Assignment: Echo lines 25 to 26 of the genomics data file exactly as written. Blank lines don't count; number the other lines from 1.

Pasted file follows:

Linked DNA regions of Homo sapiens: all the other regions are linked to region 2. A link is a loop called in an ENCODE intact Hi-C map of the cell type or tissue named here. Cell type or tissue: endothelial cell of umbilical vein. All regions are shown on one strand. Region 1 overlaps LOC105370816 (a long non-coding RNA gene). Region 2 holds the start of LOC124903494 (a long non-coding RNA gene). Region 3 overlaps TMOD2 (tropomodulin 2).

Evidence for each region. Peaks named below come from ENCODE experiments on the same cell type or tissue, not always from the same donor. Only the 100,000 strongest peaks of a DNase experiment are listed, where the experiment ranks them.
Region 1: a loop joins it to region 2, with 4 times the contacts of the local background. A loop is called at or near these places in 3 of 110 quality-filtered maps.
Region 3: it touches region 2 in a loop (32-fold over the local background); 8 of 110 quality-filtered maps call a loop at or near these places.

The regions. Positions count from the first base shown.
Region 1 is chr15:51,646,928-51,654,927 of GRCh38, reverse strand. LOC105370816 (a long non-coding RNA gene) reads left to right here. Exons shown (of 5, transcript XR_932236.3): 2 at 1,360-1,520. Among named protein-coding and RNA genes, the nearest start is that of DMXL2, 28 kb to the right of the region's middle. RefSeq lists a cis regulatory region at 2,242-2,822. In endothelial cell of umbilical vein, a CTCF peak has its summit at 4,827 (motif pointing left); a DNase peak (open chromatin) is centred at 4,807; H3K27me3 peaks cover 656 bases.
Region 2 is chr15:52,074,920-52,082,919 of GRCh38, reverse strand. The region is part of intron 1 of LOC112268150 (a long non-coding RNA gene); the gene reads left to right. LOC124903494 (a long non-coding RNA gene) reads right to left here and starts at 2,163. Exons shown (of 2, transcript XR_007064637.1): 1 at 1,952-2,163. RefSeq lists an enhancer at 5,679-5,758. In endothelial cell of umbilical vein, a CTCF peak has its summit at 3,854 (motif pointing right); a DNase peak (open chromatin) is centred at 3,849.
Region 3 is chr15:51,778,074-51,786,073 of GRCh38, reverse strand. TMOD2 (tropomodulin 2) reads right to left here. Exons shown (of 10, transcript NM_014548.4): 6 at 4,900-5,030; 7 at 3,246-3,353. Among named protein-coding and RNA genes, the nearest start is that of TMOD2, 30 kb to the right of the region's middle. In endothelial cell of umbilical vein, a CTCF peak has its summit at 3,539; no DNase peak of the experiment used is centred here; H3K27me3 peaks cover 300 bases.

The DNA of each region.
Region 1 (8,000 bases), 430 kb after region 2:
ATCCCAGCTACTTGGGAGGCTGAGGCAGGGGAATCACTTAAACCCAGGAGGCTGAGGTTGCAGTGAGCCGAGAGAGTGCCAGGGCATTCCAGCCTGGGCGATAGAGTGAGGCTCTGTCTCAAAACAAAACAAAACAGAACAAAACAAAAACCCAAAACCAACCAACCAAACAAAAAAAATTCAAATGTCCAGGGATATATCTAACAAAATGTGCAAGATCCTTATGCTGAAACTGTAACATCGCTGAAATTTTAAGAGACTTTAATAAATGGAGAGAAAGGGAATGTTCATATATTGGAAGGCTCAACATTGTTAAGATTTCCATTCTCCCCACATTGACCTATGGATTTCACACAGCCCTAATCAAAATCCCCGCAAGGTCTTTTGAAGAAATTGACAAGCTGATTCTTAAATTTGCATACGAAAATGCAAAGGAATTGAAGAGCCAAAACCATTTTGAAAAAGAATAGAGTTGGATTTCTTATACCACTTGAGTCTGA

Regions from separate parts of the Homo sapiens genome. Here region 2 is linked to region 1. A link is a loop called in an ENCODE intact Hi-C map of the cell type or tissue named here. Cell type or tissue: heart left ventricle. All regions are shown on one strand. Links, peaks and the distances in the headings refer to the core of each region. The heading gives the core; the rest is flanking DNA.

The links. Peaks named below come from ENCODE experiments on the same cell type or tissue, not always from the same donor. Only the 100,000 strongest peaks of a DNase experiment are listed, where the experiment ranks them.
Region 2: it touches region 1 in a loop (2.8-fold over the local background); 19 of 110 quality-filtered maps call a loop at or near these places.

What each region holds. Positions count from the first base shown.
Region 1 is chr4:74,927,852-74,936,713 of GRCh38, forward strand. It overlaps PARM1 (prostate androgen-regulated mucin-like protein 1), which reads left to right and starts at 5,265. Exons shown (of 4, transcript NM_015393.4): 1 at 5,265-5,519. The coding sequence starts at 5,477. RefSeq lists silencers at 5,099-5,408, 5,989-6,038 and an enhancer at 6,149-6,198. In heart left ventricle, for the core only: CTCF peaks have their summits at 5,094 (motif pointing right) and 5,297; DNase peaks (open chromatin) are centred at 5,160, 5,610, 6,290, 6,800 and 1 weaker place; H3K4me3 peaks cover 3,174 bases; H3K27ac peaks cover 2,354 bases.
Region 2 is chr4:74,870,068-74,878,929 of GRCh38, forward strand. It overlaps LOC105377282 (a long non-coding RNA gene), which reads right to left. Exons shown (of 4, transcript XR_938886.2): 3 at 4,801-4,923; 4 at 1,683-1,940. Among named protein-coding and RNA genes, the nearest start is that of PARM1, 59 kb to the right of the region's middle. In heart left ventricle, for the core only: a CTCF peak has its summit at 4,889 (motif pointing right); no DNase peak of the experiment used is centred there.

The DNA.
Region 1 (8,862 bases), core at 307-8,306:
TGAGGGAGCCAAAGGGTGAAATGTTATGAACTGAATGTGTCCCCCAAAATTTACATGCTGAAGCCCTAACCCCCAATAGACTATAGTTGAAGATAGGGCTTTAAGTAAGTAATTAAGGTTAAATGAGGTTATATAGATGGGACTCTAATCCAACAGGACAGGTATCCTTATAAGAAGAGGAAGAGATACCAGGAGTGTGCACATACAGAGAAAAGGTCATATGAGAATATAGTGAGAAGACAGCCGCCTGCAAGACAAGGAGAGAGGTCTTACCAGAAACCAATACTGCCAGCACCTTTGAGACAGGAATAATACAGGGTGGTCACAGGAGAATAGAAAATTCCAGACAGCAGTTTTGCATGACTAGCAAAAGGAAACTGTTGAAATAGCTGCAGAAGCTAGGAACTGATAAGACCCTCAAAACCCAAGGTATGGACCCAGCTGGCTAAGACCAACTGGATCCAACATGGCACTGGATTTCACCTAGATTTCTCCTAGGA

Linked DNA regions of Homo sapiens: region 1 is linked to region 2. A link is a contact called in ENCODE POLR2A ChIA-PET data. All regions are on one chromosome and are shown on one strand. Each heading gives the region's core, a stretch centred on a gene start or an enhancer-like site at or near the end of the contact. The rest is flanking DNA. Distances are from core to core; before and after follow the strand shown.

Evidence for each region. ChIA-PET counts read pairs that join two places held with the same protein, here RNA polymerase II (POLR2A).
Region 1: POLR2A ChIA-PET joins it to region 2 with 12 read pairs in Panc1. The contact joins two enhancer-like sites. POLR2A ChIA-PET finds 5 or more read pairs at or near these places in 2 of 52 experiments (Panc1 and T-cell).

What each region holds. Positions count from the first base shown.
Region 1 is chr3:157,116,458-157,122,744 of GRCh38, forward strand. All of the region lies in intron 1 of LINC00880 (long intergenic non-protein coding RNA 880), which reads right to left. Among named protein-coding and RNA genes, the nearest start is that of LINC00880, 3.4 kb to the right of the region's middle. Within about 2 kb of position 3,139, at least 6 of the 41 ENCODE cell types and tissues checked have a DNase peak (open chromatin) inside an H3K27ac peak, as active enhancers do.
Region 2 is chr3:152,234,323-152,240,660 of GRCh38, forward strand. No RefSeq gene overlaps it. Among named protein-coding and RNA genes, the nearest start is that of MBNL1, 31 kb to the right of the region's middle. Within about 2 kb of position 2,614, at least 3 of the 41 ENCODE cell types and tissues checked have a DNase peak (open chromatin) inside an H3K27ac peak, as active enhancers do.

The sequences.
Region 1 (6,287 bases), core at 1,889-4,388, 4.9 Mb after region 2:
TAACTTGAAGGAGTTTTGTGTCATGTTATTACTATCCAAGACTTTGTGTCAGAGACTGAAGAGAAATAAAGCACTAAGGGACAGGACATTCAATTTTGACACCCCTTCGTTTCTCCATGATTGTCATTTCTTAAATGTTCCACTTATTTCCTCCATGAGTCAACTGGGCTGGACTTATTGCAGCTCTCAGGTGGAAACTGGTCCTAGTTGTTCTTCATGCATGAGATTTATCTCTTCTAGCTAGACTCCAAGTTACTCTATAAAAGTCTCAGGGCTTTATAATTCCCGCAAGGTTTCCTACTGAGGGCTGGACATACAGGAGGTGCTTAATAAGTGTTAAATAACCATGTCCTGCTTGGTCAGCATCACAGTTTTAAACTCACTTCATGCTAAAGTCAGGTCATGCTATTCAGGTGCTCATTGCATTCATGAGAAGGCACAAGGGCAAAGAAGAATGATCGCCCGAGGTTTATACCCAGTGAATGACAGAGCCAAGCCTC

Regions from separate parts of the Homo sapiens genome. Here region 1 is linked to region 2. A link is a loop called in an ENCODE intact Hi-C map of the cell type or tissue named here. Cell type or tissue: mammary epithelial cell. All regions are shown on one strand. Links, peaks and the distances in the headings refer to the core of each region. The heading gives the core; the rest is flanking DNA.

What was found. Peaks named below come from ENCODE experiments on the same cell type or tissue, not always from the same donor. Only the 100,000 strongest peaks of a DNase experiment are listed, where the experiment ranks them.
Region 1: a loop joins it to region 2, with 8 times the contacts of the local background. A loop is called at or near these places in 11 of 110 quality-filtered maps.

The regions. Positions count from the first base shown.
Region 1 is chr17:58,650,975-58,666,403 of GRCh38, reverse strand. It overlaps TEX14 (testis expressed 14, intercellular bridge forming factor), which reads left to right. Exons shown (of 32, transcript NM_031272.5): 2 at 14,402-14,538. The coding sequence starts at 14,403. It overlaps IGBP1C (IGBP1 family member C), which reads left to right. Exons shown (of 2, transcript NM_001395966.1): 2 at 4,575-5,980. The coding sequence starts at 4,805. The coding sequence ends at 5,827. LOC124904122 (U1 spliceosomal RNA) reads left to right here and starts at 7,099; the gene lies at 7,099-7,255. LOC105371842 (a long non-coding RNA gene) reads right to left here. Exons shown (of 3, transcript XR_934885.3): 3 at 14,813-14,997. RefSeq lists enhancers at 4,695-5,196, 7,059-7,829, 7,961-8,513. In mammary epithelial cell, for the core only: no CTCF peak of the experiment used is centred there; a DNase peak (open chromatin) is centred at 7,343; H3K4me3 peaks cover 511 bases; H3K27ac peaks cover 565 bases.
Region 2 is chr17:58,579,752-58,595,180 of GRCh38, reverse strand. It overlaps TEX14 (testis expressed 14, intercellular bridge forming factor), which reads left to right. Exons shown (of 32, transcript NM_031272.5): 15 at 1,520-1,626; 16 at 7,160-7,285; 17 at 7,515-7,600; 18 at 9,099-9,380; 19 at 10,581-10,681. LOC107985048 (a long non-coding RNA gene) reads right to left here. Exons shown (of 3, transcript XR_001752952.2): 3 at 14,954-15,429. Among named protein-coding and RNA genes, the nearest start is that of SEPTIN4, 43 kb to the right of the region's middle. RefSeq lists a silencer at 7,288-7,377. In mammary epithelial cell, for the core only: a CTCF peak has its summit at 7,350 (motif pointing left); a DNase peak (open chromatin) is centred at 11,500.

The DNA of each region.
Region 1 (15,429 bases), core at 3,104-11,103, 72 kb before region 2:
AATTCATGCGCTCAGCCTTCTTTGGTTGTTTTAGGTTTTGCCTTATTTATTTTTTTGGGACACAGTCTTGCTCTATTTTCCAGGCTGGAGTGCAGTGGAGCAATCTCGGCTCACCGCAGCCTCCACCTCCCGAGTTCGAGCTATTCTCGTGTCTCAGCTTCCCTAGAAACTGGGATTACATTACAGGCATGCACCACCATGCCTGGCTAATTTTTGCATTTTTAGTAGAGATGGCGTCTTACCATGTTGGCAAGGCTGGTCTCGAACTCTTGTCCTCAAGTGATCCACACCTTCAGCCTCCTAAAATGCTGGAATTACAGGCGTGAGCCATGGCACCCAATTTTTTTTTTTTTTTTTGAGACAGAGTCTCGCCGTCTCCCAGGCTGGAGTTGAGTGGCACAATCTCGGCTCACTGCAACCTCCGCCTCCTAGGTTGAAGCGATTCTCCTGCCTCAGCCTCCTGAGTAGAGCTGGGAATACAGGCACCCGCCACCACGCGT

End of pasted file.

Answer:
Region 1 is chr3:157,116,458-157,122,744 of GRCh38, forward strand. All of the region lies in intron 1 of LINC00880 (long intergenic non-protein coding RNA 880), which reads right to left. Among named protein-coding and RNA genes, the nearest start is that of LINC00880, 3.4 kb to the right of the region's middle. Within about 2 kb of position 3,139, at least 6 of the 41 ENCODE cell types and tissues checked have a DNase peak (open chromatin) inside an H3K27ac peak, as active enhancers do.
Region 2 is chr3:152,234,323-152,240,660 of GRCh38, forward strand. No RefSeq gene overlaps it. Among named protein-coding and RNA genes, the nearest start is that of MBNL1, 31 kb to the right of the region's middle. Within about 2 kb of position 2,614, at least 3 of the 41 ENCODE cell types and tissues checked have a DNase peak (open chromatin) inside an H3K27ac peak, as active enhancers do.